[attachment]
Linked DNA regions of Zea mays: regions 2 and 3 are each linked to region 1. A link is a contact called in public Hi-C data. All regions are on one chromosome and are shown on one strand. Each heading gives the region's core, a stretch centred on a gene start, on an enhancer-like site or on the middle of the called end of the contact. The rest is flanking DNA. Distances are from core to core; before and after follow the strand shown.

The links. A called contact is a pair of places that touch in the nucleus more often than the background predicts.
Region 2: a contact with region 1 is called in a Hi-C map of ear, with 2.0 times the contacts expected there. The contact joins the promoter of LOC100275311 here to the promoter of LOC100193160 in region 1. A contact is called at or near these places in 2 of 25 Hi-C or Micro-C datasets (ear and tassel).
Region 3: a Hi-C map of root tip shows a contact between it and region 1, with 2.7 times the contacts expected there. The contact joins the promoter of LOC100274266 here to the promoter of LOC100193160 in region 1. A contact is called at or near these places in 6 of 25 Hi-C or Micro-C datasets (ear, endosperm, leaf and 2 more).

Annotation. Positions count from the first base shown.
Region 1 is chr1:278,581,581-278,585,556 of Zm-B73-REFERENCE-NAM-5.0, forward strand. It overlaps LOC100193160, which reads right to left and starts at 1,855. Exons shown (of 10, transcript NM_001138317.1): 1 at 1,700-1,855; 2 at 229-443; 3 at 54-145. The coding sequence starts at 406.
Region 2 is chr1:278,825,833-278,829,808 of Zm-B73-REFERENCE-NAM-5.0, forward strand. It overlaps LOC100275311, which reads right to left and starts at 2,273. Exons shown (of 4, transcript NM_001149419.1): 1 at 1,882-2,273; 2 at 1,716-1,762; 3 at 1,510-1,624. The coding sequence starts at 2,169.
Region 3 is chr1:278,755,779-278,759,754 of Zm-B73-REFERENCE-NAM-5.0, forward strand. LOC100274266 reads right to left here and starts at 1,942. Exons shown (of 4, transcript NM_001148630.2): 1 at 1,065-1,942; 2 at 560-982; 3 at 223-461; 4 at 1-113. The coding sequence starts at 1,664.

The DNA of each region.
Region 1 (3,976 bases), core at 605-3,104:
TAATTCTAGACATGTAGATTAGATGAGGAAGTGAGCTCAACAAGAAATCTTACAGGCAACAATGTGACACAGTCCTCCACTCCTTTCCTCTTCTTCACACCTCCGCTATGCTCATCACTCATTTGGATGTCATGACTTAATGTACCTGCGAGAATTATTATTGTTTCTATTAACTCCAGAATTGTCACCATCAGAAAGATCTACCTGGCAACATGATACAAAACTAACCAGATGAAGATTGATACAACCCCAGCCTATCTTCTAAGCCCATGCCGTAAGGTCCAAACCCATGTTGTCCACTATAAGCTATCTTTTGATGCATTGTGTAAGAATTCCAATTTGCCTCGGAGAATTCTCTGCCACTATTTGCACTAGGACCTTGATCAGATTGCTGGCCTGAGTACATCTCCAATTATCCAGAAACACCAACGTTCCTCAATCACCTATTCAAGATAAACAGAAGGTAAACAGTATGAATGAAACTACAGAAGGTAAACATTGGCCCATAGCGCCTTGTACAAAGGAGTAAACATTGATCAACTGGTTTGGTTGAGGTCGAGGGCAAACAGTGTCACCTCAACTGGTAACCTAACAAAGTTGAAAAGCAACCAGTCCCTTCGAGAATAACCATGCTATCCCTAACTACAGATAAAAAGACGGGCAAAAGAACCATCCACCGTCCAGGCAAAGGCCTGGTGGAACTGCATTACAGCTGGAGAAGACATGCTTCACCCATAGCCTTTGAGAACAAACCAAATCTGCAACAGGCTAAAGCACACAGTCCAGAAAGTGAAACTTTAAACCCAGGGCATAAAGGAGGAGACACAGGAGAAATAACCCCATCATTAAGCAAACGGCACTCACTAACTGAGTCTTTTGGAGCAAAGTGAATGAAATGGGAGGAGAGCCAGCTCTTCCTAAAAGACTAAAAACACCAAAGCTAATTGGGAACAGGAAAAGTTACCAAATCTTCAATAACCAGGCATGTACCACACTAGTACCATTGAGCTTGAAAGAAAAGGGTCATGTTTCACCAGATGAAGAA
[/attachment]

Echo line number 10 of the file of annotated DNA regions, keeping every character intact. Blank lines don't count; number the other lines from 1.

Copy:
Region 1 (3,976 bases), core at 605-3,104: